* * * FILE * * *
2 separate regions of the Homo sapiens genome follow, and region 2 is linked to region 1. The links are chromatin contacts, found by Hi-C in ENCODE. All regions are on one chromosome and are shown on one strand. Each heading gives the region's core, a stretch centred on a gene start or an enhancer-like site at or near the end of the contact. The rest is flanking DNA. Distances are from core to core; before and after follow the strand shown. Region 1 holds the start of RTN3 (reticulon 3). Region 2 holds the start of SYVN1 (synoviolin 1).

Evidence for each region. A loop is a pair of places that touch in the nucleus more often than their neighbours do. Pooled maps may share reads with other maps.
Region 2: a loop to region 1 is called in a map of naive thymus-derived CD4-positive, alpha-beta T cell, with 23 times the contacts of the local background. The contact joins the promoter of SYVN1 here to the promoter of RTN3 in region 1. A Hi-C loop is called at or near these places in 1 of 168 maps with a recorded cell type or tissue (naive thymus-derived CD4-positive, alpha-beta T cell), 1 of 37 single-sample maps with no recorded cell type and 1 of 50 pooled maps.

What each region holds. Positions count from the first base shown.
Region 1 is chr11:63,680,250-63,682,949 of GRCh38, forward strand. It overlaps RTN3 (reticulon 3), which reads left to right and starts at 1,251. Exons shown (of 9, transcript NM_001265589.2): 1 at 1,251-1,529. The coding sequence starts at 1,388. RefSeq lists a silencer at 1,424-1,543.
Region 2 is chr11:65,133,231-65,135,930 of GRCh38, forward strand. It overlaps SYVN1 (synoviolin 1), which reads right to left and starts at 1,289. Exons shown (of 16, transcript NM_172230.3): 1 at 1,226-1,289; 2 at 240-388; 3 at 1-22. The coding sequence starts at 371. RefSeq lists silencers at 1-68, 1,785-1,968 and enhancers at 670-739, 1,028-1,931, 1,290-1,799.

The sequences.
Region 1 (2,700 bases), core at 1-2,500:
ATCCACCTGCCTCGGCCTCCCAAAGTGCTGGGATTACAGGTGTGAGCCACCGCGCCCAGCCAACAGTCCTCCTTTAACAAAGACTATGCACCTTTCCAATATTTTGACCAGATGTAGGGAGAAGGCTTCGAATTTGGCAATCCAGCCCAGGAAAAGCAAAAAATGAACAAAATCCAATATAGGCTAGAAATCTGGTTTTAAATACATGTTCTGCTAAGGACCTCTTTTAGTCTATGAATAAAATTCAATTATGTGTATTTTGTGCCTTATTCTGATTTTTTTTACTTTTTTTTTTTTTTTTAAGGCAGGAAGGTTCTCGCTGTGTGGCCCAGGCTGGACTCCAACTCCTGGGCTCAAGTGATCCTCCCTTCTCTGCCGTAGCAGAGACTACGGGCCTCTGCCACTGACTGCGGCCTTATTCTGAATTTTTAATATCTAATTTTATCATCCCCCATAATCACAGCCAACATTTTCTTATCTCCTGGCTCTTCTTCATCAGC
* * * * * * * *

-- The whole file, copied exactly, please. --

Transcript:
2 separate regions of the Homo sapiens genome follow, and region 2 is linked to region 1. The links are chromatin contacts, found by Hi-C in ENCODE. All regions are on one chromosome and are shown on one strand. Each heading gives the region's core, a stretch centred on a gene start or an enhancer-like site at or near the end of the contact. The rest is flanking DNA. Distances are from core to core; before and after follow the strand shown. Region 1 holds the start of RTN3 (reticulon 3). Region 2 holds the start of SYVN1 (synoviolin 1).

Evidence for each region. A loop is a pair of places that touch in the nucleus more often than their neighbours do. Pooled maps may share reads with other maps.
Region 2: a loop to region 1 is called in a map of naive thymus-derived CD4-positive, alpha-beta T cell, with 23 times the contacts of the local background. The contact joins the promoter of SYVN1 here to the promoter of RTN3 in region 1. A Hi-C loop is called at or near these places in 1 of 168 maps with a recorded cell type or tissue (naive thymus-derived CD4-positive, alpha-beta T cell), 1 of 37 single-sample maps with no recorded cell type and 1 of 50 pooled maps.

What each region holds. Positions count from the first base shown.
Region 1 is chr11:63,680,250-63,682,949 of GRCh38, forward strand. It overlaps RTN3 (reticulon 3), which reads left to right and starts at 1,251. Exons shown (of 9, transcript NM_001265589.2): 1 at 1,251-1,529. The coding sequence starts at 1,388. RefSeq lists a silencer at 1,424-1,543.
Region 2 is chr11:65,133,231-65,135,930 of GRCh38, forward strand. It overlaps SYVN1 (synoviolin 1), which reads right to left and starts at 1,289. Exons shown (of 16, transcript NM_172230.3): 1 at 1,226-1,289; 2 at 240-388; 3 at 1-22. The coding sequence starts at 371. RefSeq lists silencers at 1-68, 1,785-1,968 and enhancers at 670-739, 1,028-1,931, 1,290-1,799.

The sequences.
Region 1 (2,700 bases), core at 1-2,500:
ATCCACCTGCCTCGGCCTCCCAAAGTGCTGGGATTACAGGTGTGAGCCACCGCGCCCAGCCAACAGTCCTCCTTTAACAAAGACTATGCACCTTTCCAATATTTTGACCAGATGTAGGGAGAAGGCTTCGAATTTGGCAATCCAGCCCAGGAAAAGCAAAAAATGAACAAAATCCAATATAGGCTAGAAATCTGGTTTTAAATACATGTTCTGCTAAGGACCTCTTTTAGTCTATGAATAAAATTCAATTATGTGTATTTTGTGCCTTATTCTGATTTTTTTTACTTTTTTTTTTTTTTTTAAGGCAGGAAGGTTCTCGCTGTGTGGCCCAGGCTGGACTCCAACTCCTGGGCTCAAGTGATCCTCCCTTCTCTGCCGTAGCAGAGACTACGGGCCTCTGCCACTGACTGCGGCCTTATTCTGAATTTTTAATATCTAATTTTATCATCCCCCATAATCACAGCCAACATTTTCTTATCTCCTGGCTCTTCTTCATCAGC